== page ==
A different kind of cap hell

Here's yet another study of Louisiana's "Hollywood South" film tax credit program.. this time by a usually business-friendly economist.. which finds that the program is a significant net loss to the state.
The study, by LSU economist Loren Scott, concludes that for every $1 in tax credits Louisiana issues to film producers, the state gets back between 18 and 24 cents in tax revenue.

The findings are nearly identical to those in earlier economic-impact studies of the film program, through which state taxpayers cover 30 percent of the cost of any movie made in Louisiana. The Legislature requires that such a study be done every two years.

Perhaps the most surprising finding in the report — though industry insiders had predicted it — was that Louisiana issued about 10 percent less in film tax credits in 2014 than it did in 2013. The drop, from $251 million to $226 million, came after years of steady growth in the program. That decline, Scott concludes, “seems to indicate that the program is leveling off to some degree.”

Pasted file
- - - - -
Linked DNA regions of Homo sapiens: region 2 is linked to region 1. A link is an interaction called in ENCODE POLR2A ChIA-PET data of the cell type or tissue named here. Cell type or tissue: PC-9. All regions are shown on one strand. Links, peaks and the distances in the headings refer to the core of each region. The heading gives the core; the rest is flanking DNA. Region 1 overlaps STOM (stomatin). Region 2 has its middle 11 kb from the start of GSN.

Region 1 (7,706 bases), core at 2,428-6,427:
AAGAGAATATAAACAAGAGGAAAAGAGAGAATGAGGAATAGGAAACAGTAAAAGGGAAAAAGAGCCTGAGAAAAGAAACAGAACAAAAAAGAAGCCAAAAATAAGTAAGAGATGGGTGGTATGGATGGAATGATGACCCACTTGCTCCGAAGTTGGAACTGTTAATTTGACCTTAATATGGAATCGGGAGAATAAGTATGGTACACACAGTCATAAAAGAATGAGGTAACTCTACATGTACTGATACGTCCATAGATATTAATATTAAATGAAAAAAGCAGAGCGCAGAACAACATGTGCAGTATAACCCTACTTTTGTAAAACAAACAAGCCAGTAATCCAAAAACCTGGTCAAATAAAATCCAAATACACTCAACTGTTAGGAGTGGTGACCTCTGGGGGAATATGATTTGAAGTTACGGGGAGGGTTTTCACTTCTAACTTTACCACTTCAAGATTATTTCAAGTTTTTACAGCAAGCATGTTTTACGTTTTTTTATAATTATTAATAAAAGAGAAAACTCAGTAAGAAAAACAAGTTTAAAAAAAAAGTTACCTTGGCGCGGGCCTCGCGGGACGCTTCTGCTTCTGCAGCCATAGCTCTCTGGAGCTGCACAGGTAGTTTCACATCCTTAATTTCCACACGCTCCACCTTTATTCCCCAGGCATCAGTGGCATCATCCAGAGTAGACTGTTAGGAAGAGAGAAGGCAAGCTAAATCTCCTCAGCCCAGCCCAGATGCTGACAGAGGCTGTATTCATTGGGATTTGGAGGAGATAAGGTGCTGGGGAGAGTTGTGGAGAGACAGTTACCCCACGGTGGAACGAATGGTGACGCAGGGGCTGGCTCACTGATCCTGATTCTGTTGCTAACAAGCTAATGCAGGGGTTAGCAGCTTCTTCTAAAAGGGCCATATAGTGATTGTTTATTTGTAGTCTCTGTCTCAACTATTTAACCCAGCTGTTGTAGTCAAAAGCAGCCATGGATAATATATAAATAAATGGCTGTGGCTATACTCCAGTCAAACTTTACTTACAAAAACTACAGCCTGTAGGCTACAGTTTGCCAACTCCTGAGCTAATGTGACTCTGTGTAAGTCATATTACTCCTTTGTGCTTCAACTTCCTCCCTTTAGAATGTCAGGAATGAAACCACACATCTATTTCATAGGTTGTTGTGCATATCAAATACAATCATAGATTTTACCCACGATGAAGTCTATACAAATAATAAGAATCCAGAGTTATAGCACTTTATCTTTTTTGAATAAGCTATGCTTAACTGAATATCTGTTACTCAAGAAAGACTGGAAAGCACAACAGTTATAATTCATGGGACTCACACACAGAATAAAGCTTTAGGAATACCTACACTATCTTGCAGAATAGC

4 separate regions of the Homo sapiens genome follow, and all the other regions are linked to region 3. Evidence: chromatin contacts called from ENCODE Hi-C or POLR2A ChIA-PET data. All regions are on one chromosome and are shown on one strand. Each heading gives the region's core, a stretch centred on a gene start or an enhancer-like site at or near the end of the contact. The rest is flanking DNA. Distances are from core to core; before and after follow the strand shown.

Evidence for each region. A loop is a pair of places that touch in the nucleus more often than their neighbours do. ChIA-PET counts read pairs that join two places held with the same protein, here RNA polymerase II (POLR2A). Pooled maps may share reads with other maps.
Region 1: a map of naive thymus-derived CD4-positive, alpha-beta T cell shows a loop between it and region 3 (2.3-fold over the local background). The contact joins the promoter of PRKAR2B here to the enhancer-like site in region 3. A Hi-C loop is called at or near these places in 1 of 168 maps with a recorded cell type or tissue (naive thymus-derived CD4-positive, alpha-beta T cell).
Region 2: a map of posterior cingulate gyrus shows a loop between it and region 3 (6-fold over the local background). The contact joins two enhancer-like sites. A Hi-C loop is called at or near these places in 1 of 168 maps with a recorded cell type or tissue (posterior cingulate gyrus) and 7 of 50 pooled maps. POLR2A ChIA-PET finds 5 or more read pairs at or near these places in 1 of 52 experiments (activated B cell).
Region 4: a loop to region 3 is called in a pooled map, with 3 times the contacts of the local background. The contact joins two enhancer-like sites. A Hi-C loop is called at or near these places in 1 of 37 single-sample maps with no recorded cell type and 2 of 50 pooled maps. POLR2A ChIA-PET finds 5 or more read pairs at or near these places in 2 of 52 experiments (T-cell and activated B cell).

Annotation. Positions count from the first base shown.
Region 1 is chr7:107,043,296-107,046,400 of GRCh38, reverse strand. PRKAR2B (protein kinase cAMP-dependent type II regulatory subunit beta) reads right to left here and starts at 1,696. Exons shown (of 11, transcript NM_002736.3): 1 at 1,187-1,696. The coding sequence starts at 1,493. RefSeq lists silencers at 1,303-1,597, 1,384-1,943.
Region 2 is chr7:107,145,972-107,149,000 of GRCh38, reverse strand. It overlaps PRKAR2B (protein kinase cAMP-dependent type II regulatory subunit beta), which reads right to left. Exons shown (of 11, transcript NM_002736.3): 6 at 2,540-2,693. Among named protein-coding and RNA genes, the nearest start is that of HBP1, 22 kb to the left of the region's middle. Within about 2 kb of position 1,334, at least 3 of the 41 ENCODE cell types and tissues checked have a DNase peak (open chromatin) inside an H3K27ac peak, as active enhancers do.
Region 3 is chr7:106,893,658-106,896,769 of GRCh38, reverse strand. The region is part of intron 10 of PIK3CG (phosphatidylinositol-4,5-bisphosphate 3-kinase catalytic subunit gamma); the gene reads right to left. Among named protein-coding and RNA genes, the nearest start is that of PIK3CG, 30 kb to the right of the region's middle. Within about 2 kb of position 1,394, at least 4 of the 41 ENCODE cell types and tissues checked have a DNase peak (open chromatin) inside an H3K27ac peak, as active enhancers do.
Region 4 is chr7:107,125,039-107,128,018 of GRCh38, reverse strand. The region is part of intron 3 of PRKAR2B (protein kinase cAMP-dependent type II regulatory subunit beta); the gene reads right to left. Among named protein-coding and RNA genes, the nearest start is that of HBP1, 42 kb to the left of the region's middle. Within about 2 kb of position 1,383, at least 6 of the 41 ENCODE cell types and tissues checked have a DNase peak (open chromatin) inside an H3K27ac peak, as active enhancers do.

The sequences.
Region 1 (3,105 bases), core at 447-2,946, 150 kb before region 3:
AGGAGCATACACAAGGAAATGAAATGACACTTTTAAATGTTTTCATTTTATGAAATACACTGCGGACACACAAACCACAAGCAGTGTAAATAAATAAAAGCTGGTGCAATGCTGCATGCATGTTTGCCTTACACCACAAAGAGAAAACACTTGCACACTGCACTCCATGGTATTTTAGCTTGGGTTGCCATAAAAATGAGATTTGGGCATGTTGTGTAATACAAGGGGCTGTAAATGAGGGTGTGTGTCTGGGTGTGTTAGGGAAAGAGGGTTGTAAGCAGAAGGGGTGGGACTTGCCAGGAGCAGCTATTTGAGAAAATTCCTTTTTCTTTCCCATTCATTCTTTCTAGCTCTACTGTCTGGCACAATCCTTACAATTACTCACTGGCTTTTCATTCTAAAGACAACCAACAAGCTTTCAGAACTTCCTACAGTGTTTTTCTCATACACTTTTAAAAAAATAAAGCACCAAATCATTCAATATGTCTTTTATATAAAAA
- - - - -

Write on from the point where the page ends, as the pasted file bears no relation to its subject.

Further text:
"Leveling off" means that several other states (including California) are engaged in a perpetual bidding war for these highly mobile productions.
"It is unclear how these sorts of competitions end," the legislative analyst's office said in a report this spring. "In responding to other states increasing subsidy rates, California may only stoke this race to the bottom."

What is clear is that filming is highly mobile, and studios and producers increasingly rely on this so-called soft money to lower their production costs. They routinely expect taxpayers to offset as much as 30% of their qualified production costs. States now pay out about $1.5 billion in film incentives each year, up from a few million dollars a decade ago.

"All you're doing is moving jobs from California to other states," said Joe Henchman, vice president for state projects for the Tax Foundation, a Washington organization and frequent critic of tax credits. "We've just thrown a lot of public dollars to make that happen. There is no net national gain."